WANA, W.Va. — Chris Clovis is the guy everybody loves to see coming up to their front door. Clovis works for the U.S. Postal Service and enjoys his job. But even he will tell you the increased shopping online had made his work much more complicated and much more difficult. By now, he’s pretty tired of seeing boxes with the markings of Amazon.com on the side.
“It’s all Amazon packages,” he laughed. “I guess it’s job security.”
While it certainly keeps a paycheck rolling in, Clovis said the heavy workload cut into his time to hunt. He routinely hunts for big bucks which he follows throughout the year on his father’s farm in western Monongalia County. He was particularly enthused this year about the big buck he called “Mile High.”
“I had history of him for three years, but I couldn’t close the gap on him in bow season,” Clovis explained. “I had tons of pictures of him on game camera, his home area shrunk. I but couldn’t get a shot.”
“Mile High”, with his unusually stacked set of antlers, had become Clovis’ most sought after buck for the 2017 season although he admitted it probably would have been a bigger deer in the next few years.
“I name all my deer. I had Kong, the Drop Tine Buck, and Hercules. Sometimes I see them and sometimes I kill them and put them in the man-cave. I just noticed he was a really good deer who had potential and had a mile-high rack as a 2 and a half. As he progressed and got older as a three and a half he got a lot heavier,” Clovis. “But, as you know as five and a half and six and a half is when they reach full potential. He still had growing to do.”
Clovis had a couple of encounters with the buck during archery season and saw him a couple of times during the first week of gun season. He had also spotted the same buck during the 2016 muzzleloader season. All of those encounters ended with no shot. Clovis’ nephew found a shed of the buck after the 2016 season and trail cam pictures produced evidence the big buck had survived another season. By the second week of the 2017 gun season, it appeared Mile High might live to see his fifth season. Ready to give up on this year’s quest, a chance encounter in the second week of gun season produced a different result for Clovis.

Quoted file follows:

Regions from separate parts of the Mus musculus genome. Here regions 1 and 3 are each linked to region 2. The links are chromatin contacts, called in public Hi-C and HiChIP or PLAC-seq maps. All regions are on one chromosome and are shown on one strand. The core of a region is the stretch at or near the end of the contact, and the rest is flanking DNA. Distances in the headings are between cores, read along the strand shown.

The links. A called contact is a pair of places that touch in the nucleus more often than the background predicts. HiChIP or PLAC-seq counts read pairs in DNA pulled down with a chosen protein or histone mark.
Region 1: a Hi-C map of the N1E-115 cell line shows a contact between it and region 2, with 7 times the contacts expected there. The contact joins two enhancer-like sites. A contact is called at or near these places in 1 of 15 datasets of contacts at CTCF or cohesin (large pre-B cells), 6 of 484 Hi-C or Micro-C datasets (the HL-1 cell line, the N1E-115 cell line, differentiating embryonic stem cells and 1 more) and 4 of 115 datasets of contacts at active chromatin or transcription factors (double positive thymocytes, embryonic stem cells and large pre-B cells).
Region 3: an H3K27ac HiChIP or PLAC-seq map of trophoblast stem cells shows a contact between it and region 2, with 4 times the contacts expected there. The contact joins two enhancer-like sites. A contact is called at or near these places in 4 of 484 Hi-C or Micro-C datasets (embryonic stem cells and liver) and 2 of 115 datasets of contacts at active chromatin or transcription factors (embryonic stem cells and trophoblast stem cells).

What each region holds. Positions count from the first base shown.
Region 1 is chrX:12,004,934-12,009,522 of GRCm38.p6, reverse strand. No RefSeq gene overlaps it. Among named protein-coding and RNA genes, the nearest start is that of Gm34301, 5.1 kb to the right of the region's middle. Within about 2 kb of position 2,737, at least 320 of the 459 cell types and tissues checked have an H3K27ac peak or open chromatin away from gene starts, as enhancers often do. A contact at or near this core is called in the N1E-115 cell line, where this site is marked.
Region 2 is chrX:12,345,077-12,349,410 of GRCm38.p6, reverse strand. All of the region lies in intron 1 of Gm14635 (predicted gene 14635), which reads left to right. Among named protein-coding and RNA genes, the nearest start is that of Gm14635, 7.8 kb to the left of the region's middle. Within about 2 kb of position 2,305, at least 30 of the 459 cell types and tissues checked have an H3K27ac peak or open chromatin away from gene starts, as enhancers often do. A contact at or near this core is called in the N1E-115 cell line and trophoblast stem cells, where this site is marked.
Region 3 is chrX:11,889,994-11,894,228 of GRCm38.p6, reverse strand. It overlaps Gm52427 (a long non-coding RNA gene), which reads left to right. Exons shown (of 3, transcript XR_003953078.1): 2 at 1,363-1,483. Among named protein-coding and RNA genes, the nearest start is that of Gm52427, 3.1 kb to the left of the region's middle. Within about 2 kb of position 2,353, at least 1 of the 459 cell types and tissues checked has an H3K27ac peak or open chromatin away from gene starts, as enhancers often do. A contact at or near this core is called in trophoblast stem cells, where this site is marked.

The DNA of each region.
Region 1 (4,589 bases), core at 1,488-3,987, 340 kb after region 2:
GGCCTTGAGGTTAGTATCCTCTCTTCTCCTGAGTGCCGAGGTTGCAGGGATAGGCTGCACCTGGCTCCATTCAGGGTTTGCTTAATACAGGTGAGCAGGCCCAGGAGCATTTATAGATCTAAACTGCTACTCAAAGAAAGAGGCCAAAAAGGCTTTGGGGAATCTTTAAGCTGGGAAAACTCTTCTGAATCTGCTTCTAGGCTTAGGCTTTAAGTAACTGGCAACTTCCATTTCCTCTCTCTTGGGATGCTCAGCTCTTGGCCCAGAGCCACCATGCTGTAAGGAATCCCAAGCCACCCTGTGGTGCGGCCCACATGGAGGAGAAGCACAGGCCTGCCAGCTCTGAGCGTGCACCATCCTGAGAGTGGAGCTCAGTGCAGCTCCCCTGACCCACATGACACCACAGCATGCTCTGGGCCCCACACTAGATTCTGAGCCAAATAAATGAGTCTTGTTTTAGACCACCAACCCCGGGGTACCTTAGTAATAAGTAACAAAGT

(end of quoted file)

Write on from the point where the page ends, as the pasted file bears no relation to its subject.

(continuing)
“I was in the tree stand and really wasn’t in the mood to hunt. I was just in a bad mood knowing I had to go back to Amazon packages the next day. I didn’t want to be there and figured I’d just come home and get rested up for work the next day,” Clovis explained.
Clovis left his stand and stepped onto his four wheeler, but before firing it up to leave he heard something down the hill below him.
“I looked and it was a spike chasing a doe, and there he was trailing behind them,” said Clovis. “I went from the lowest lows to the highest highs. I had to put shells back into my gun and it was meant to be I suppose. A minute earlier or a minute later and it would have never happened.”